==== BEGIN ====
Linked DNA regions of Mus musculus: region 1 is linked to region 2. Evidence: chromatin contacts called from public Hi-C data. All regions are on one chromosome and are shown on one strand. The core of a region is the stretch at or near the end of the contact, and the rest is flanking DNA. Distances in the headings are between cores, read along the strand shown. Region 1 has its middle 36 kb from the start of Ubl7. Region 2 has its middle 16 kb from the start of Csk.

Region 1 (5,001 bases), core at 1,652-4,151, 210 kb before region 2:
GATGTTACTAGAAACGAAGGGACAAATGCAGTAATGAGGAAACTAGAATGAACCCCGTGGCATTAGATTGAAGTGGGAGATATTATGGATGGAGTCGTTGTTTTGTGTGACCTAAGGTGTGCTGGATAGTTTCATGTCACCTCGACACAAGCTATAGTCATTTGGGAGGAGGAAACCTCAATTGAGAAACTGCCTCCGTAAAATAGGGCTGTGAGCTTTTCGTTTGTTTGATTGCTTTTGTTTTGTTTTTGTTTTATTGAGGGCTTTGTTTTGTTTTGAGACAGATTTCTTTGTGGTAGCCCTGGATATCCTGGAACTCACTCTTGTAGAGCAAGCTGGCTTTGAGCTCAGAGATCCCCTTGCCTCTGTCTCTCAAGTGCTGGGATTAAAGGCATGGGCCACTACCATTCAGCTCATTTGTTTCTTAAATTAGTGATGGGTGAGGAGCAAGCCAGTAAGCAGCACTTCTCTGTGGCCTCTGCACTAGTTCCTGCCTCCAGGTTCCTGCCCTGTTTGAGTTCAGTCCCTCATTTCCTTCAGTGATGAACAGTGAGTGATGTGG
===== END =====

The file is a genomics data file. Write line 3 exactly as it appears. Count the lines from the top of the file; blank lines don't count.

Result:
GATGTTACTAGAAACGAAGGGACAAATGCAGTAATGAGGAAACTAGAATGAACCCCGTGGCATTAGATTGAAGTGGGAGATATTATGGATGGAGTCGTTGTTTTGTGTGACCTAAGGTGTGCTGGATAGTTTCATGTCACCTCGACACAAGCTATAGTCATTTGGGAGGAGGAAACCTCAATTGAGAAACTGCCTCCGTAAAATAGGGCTGTGAGCTTTTCGTTTGTTTGATTGCTTTTGTTTTGTTTTTGTTTTATTGAGGGCTTTGTTTTGTTTTGAGACAGATTTCTTTGTGGTAGCCCTGGATATCCTGGAACTCACTCTTGTAGAGCAAGCTGGCTTTGAGCTCAGAGATCCCCTTGCCTCTGTCTCTCAAGTGCTGGGATTAAAGGCATGGGCCACTACCATTCAGCTCATTTGTTTCTTAAATTAGTGATGGGTGAGGAGCAAGCCAGTAAGCAGCACTTCTCTGTGGCCTCTGCACTAGTTCCTGCCTCCAGGTTCCTGCCCTGTTTGAGTTCAGTCCCTCATTTCCTTCAGTGATGAACAGTGAGTGATGTGG